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No One Warned Me

by Lauren Cherney Thursday, February 18, 2016

I was given a lot of advice before I went abroad. “Be safe.” “Manage your finances.” “If you see gum on the street, leave it there. It isn't free candy.” That last one may or may not be a quote from Elf… The point is, you can be given advice from everyone you know, but there are still things you will just have to figure out once you get there. Here are a few things I learned while abroad that no one warned me about.

1)      You’ll get reminded of home by the strangest things.

I haven’t really been homesick since I arrived in London. Keeping busy with school and other adventures (mostly the adventures if we’re being honest) has kept me pretty occupied. Often, when I am reminded of home, it’s not in the places I expect. The other day I was walking down the street and saw a sign that I’m pretty sure used the same font as Culver’s. My mind immediately recognized it and assumed delicious chicken tenders were awaiting me around the corner. It took longer than it probably should’ve for me to realize the impossibility of that. You can imagine my disappointment when I realized just how far away those tenders were. It’s not the fact that there are so many new things around me, but the realization that the familiar is nowhere near that has made me realize just how far away from home I really am.

There was a Packers sweatshirt in the same thrift shop as all of these kilts. Go Pack! 

2)      You’ll make global friends like it’s no big deal, but it kind of is.

The other day I was in Edinburgh, Scotland looking for the coffee shop that J.K Rowling had written Harry Potter in. On my way, of group of people from Australia stopped me and asked me if I knew where that very coffee shop was.  When we arrived, we sat at a shared table with someone from China and someone from Boston. We talked about Harry Potter and life in general, but it didn’t hit me until that night what I had done. I had sat at a table with people from literally all over the world and talked about a book about wizards. These people didn’t care that a political debate was going on in America or even know who this season’s Bachelor is, but we still managed to have a great conversation. This made me realize that even though we were from a variety of countries and had our cultural differences, these differences didn’t separate us. When you travel and meet new people, it is much easier to find common ground than it is to see differences, and that’s really cool.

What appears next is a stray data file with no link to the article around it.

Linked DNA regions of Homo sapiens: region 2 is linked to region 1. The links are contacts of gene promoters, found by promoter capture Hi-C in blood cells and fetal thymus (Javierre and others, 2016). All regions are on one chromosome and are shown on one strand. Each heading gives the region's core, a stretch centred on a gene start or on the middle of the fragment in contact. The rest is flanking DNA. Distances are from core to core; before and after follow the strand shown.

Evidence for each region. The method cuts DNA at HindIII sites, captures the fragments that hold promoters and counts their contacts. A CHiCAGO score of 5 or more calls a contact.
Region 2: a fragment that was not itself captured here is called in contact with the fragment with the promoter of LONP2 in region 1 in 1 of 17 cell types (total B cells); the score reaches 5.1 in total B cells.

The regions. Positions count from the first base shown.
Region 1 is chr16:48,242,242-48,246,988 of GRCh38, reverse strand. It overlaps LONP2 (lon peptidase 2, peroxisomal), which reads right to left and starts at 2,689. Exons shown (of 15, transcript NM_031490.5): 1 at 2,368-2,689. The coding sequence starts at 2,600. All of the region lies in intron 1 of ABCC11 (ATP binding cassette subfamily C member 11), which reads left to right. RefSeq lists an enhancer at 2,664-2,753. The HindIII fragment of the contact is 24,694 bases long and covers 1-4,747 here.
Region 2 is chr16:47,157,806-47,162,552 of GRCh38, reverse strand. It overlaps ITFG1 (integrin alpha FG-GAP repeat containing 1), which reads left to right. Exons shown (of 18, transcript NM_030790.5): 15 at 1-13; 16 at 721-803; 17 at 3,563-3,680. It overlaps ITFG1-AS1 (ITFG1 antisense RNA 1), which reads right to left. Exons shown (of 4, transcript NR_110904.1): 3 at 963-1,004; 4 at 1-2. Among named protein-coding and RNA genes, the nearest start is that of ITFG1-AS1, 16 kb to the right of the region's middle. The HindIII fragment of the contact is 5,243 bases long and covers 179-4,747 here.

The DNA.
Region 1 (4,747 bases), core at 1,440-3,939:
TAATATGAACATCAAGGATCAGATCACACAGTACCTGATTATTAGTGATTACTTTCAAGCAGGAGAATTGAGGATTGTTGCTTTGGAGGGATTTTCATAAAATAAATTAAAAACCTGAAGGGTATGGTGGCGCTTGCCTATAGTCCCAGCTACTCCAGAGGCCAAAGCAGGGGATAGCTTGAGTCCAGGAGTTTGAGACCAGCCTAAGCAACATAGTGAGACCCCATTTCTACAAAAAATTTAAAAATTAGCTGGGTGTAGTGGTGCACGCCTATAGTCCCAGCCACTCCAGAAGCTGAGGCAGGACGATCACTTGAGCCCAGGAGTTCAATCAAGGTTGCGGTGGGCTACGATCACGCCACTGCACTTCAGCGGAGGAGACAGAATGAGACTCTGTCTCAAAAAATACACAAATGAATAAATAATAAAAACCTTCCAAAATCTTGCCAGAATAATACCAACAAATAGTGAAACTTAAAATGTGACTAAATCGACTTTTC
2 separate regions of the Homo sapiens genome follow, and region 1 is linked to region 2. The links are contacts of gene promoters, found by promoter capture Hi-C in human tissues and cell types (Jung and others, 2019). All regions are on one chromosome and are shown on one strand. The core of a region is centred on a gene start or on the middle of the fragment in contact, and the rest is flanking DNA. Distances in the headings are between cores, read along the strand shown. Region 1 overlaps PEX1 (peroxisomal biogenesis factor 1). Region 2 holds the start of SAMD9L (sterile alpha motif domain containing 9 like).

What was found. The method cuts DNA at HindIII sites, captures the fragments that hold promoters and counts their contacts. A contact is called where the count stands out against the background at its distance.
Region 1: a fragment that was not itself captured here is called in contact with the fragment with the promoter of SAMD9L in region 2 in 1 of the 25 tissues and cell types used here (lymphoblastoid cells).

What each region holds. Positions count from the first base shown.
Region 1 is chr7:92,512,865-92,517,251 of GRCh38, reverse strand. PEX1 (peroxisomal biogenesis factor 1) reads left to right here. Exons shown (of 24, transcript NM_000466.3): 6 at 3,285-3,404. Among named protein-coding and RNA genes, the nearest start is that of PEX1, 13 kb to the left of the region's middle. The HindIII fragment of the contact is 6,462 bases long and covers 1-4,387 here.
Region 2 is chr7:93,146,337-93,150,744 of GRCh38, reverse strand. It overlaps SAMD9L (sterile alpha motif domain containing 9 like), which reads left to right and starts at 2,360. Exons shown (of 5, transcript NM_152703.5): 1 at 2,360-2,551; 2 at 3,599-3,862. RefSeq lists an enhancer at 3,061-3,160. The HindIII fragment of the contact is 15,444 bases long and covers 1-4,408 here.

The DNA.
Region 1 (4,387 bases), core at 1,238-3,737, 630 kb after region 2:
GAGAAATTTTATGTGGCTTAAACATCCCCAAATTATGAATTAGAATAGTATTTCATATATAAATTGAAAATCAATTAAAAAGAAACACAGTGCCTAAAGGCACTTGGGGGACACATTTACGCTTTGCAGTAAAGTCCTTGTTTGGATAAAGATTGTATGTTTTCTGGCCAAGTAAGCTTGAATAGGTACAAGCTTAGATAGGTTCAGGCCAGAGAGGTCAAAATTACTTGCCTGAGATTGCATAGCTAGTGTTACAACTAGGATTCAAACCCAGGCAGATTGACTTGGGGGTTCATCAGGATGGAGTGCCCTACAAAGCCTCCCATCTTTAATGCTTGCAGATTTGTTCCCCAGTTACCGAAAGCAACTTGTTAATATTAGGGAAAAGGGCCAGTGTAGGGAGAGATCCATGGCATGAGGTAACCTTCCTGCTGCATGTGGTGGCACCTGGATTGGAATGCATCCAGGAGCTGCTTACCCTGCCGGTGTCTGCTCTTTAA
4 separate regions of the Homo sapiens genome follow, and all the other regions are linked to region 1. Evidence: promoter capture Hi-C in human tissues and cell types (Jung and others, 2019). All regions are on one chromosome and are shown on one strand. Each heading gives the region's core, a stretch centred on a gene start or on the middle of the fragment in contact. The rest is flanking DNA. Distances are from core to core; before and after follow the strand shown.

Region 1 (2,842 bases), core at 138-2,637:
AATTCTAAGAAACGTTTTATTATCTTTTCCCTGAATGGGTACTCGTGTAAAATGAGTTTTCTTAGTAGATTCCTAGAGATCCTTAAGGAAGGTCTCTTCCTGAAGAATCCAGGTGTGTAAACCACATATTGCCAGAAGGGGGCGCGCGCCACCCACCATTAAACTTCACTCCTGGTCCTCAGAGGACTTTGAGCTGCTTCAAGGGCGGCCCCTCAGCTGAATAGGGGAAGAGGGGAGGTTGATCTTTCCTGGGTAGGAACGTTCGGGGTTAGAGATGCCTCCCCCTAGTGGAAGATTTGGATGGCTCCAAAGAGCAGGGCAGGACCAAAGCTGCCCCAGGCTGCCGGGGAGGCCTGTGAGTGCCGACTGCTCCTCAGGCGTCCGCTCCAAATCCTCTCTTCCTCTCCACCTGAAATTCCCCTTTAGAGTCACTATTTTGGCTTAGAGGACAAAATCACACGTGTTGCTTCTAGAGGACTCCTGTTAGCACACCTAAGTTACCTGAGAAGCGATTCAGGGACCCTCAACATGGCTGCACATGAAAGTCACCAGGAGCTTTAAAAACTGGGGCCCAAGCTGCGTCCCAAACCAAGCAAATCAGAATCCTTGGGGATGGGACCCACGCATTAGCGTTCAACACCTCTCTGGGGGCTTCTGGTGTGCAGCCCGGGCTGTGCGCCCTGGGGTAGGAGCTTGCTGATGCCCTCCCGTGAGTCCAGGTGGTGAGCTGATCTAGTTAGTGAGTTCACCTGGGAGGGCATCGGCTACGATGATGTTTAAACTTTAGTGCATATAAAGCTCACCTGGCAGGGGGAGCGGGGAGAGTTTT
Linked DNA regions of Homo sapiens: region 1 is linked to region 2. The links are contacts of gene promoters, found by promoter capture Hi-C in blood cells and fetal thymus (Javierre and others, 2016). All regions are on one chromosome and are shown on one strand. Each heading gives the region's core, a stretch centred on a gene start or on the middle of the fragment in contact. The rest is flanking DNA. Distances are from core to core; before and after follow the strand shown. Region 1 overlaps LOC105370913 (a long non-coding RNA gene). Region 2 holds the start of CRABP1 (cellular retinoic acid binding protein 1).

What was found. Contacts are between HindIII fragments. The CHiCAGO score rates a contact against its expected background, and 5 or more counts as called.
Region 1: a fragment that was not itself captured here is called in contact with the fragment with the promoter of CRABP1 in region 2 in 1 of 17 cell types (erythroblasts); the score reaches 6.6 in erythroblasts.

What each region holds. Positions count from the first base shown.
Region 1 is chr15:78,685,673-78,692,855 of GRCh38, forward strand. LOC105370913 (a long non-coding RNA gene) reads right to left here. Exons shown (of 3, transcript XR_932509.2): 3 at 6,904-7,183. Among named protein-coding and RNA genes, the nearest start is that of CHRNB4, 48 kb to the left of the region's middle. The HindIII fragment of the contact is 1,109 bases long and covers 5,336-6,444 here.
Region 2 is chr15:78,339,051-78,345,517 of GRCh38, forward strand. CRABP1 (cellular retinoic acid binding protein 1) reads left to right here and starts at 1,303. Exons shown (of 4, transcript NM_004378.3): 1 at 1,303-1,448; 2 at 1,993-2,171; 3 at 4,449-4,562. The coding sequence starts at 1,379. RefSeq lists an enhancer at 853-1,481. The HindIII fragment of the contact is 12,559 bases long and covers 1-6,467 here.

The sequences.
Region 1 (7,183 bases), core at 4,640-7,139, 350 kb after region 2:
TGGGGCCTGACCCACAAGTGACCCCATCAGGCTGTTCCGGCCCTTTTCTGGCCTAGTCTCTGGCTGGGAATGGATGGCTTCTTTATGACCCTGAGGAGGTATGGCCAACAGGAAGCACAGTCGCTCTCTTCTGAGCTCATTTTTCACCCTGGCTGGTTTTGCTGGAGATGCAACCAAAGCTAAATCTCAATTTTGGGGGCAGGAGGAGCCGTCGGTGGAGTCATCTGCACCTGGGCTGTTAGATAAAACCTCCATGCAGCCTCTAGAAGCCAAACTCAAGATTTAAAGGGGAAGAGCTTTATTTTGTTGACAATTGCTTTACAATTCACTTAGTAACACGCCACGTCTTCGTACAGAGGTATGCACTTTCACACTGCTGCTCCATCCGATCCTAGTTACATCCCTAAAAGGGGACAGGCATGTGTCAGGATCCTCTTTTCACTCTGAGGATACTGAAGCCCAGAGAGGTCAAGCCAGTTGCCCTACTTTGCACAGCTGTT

The coffee shop where Harry Potter was written! 

3)      This place will start to feel like home before you realize it.

As I mentioned, I went on my first trip last weekend to Scotland. It was amazing and I loved every second of it. Every once in a while I would see an ad for travelling to London or a cultural reference to London on TV and in my head I would go, “Look it’s my home!” Which is crazy. I’ve lived in London for less than four weeks, but it does have a sense of familiarity to it already. After trying to figure out maps and public transportation in a new city all weekend, it was great to get on a good ole red double decker and get off on a stop that I could walk home from without even considering looking at a map. In Scotland, when people asked me where I was from I’d say, “Wisconsin, but I’m living in London.” If people knew what Wisconsin was I’d say, “I’m from Appleton, but I go to Madison.” I’m realizing how lucky I am to have so many different layers of places that I can call home. It’s always hard to say goodbye when I leave one, but so cool that my next destination could be the next one added to that list of places I can call home.

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